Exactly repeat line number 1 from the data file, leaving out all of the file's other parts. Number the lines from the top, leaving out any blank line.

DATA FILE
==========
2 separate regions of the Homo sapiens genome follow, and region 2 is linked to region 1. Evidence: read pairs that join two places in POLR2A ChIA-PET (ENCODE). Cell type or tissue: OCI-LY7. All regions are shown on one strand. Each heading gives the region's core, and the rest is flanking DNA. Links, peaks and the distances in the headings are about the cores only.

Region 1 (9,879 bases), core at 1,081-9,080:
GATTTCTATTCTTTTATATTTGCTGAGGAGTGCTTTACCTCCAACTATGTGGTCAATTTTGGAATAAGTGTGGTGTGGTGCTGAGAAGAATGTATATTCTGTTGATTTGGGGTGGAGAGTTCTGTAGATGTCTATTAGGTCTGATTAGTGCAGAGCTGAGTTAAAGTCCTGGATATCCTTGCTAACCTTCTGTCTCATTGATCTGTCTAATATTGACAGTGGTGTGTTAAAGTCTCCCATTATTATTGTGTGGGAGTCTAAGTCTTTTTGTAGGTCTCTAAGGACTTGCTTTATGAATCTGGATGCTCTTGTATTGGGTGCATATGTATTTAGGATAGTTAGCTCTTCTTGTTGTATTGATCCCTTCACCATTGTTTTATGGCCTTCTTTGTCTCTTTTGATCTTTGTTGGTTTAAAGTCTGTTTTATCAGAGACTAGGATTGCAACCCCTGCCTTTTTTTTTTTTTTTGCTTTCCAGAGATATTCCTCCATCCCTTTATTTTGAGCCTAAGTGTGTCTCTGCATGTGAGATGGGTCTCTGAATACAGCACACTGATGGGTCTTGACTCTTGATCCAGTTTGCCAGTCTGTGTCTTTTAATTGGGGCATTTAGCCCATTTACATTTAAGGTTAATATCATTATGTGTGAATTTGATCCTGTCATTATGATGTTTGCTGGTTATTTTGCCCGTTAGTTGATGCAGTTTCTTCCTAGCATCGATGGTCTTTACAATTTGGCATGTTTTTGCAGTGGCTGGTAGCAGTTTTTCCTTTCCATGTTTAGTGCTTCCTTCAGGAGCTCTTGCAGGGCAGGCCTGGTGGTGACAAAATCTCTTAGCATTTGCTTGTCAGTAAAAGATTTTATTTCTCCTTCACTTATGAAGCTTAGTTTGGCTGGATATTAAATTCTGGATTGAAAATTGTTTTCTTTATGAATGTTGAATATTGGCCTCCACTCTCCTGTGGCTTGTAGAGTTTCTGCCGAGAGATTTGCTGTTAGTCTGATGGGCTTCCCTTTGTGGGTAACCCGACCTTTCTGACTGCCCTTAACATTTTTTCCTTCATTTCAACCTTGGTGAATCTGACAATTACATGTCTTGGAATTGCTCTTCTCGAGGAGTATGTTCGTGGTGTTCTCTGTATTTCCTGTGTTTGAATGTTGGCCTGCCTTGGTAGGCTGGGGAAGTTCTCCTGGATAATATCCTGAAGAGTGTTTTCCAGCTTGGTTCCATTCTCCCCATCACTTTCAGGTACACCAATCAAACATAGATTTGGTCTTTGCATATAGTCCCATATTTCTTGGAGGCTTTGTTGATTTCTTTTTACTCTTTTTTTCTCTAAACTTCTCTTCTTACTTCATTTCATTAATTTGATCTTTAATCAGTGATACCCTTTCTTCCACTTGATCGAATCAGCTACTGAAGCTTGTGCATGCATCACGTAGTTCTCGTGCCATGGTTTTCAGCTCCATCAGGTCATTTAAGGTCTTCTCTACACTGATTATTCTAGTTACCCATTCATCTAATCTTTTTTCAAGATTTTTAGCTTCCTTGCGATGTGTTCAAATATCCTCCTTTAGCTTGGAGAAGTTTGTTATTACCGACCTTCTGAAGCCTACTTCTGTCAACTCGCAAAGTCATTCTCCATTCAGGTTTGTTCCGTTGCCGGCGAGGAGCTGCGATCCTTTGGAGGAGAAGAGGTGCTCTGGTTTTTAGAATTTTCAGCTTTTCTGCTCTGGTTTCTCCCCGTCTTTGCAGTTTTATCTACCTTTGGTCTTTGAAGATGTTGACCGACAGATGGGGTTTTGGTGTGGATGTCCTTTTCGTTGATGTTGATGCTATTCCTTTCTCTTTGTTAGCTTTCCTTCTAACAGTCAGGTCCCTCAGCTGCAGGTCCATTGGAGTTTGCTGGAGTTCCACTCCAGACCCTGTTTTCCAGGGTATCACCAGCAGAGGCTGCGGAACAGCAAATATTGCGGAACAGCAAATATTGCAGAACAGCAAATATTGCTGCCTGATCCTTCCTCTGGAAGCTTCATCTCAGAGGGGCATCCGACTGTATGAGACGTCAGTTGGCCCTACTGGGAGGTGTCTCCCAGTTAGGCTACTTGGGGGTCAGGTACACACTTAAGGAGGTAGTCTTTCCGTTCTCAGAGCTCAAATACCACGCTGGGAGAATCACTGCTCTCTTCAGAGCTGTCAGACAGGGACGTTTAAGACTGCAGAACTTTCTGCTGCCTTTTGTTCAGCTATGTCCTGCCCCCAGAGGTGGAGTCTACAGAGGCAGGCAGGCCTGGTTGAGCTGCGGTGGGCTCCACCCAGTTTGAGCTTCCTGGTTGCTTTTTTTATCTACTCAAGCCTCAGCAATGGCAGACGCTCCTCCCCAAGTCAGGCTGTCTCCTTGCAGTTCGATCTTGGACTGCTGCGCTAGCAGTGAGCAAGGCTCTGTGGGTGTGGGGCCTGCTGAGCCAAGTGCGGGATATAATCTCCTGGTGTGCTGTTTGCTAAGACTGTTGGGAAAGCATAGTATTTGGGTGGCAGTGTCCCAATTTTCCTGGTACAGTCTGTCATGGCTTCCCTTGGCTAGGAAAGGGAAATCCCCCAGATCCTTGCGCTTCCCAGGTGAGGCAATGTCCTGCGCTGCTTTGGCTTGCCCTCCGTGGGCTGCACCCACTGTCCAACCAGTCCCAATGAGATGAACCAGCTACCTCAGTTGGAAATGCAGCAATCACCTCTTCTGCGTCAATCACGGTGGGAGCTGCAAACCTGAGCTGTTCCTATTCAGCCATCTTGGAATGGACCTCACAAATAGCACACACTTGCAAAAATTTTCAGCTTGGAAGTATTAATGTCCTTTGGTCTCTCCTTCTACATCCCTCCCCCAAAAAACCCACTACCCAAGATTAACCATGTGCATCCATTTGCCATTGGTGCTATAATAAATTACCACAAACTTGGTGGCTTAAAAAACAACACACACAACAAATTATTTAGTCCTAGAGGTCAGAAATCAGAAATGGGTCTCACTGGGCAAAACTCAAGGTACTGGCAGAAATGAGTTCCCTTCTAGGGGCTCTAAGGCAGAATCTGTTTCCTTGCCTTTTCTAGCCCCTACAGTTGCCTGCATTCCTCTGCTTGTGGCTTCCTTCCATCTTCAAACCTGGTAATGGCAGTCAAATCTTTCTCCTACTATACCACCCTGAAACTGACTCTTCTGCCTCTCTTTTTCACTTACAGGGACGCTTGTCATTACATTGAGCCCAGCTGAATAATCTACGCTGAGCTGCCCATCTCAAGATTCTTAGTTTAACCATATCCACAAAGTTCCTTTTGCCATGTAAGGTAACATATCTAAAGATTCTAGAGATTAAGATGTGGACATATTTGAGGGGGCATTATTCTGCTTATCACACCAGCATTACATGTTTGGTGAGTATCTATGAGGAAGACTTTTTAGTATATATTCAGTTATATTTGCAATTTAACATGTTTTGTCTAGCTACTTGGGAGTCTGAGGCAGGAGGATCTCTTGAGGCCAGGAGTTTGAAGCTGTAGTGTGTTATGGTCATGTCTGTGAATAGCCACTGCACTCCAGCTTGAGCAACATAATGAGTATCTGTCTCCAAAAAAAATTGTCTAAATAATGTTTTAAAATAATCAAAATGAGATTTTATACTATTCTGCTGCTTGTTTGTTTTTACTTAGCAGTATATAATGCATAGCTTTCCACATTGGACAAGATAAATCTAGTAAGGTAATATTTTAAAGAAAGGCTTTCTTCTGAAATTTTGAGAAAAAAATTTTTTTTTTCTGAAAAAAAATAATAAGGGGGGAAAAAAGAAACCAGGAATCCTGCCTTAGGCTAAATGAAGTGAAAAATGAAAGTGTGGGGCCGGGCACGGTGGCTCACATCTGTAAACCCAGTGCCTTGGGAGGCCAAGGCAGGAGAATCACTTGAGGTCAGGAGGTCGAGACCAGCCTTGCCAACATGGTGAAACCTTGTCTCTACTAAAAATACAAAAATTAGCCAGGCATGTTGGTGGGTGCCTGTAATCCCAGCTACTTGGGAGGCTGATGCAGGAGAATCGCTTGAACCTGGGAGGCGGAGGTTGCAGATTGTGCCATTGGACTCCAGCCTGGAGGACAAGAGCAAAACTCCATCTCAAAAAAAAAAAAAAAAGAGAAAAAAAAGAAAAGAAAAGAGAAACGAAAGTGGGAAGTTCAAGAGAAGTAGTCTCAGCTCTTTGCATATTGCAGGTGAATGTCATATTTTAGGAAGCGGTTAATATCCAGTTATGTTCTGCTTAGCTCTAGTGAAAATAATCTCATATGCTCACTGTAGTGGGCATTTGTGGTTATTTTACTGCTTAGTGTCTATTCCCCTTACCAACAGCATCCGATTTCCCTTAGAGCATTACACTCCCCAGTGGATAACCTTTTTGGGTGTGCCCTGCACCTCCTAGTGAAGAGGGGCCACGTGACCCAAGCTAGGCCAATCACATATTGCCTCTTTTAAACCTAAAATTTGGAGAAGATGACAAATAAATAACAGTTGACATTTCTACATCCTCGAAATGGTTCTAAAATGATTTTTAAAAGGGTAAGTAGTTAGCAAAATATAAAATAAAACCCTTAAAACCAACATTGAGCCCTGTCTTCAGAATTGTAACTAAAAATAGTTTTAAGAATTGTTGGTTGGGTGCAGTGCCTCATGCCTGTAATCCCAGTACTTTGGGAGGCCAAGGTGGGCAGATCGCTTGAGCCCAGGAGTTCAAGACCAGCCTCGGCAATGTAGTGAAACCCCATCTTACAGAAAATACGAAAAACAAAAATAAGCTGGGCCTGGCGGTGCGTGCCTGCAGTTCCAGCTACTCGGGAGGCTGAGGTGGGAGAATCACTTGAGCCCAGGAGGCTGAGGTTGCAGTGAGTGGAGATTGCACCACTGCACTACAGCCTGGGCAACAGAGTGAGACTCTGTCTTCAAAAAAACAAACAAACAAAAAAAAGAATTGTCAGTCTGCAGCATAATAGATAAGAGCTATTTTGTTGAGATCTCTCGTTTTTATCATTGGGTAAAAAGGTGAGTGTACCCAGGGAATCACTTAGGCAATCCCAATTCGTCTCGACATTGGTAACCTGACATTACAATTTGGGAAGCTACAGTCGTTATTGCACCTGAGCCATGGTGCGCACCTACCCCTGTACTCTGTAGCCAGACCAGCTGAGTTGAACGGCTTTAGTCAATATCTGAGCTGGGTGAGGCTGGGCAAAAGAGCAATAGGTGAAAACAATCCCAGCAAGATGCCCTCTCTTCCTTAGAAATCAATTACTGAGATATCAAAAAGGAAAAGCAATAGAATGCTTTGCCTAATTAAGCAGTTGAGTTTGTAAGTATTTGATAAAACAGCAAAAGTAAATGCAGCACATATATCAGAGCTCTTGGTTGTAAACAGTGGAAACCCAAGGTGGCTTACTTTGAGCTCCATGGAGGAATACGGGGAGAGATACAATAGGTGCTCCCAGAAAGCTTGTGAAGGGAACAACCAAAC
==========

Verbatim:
2 separate regions of the Homo sapiens genome follow, and region 2 is linked to region 1. Evidence: read pairs that join two places in POLR2A ChIA-PET (ENCODE). Cell type or tissue: OCI-LY7. All regions are shown on one strand. Each heading gives the region's core, and the rest is flanking DNA. Links, peaks and the distances in the headings are about the cores only.